Wednesday, Dec. 16, 2009

Manny Pacquiao

Manny Pacquiao was considered a savior by two groups of people this year: Filipinos and boxing aficionados. For his countrymen, the diminutive (5 ft. 6 in. and change) pugilist once again proved that their archipelago could produce more than tales of violence, poverty and natural disaster — that there was some undefined quality that could produce a fighter of such speed, resiliency and charisma as to be a living legend. For boxing fans, Pacquiao defied physics, rising through six weight classes to win seven world titles — and galvanizing the sport like no other boxer in years. His two bouts this year were among the most dramatic in the sport: his second-round knockout of Ricky Hatton and his terrifying demolition of the rock-solid Miguel Cotto over 11 rounds. His visceral charm — or his bloody attraction — will continue into next year with his expected multimillion-dollar, hugely lucrative matchup against Floyd Mayweather Jr., the only fighter remaining who can claim to be his equal.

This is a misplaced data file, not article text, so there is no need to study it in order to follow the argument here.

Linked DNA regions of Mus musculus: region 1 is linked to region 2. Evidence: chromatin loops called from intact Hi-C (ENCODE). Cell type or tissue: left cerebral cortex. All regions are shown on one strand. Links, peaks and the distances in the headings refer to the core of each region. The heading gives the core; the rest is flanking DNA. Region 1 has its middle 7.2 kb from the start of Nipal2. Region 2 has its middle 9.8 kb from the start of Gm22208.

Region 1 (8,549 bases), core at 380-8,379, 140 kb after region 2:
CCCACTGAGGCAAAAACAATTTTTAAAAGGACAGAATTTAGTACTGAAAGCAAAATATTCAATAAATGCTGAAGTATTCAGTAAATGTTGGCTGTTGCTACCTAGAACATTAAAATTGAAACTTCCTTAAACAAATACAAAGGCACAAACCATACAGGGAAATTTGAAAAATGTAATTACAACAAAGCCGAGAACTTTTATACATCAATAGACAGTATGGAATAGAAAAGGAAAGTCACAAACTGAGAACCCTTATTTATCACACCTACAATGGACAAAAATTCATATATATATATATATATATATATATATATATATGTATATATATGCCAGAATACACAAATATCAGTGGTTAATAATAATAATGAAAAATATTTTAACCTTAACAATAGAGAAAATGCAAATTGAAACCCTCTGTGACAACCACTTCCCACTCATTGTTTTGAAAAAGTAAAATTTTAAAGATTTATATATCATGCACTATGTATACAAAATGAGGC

— Howard Chua-Eoan